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Special Needs Planning

If you have a child or another loved one with special needs, you want to ensure that his or her financial needs are taken care of in the future. Setting up a trust is one of the most effective ways to protect your loved one financially and ensure that he or she maintains eligibility for government programs.

An inheritance or sum of money given directly to a person with special needs may make him or her ineligible to receive public health benefits. A properly drafted special needs trust or supplemental needs trust ensures that your disabled loved one receives the assets in the trust without being disqualified from public benefit programs.

A special needs trust can be funded by the disabled person’s assets (known as a first-party Special Needs Trust) or with assets from a third party such as a parent (known as a third-party Special Needs Trust). A first-party Special Needs Trust is usually created when a disabled person inherits directly from an heir or receives compensation from a lawsuit.  The downside of this type trust is that any money left over when the disable person passes will have to the State to reimburse Medicaid first.  If there is any money left then it can be distributed.   The advantage of a third-party Special Needs Trust is that Medicaid does not have to be reimbursed.  Therefore, if you have a disabled loved one you wish to leave assets to, it is vitally important that you employ a Special Needs Trust.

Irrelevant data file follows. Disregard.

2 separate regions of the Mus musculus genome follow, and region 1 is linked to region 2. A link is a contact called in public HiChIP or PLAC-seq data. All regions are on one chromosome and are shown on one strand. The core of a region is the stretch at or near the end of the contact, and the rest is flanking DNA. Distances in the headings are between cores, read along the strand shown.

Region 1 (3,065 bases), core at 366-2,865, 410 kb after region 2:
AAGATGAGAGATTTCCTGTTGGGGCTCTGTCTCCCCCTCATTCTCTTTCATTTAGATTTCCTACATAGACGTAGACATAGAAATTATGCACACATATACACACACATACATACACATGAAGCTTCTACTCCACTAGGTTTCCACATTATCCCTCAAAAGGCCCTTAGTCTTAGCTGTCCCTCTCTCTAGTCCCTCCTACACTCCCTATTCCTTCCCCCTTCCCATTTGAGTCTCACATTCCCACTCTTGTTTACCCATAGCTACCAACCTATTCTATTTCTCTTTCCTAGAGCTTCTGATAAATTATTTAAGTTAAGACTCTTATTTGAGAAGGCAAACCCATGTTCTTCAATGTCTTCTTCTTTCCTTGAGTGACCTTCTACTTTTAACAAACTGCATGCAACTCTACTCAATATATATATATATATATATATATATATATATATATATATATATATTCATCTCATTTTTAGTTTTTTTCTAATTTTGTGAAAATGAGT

The assets in the trust can be used for items or services that are not covered through government assistance, including vacations, educational programs, personal care items and medical treatments or therapies not covered by a government program. The funds in the trust will be distributed to the beneficiary by a trustee at his or her discretion. This ensures that they are used correctly and do not affect your loved one’s eligibility for public benefits programs.

Contact us today so we can help with your Special Needs Planning.  

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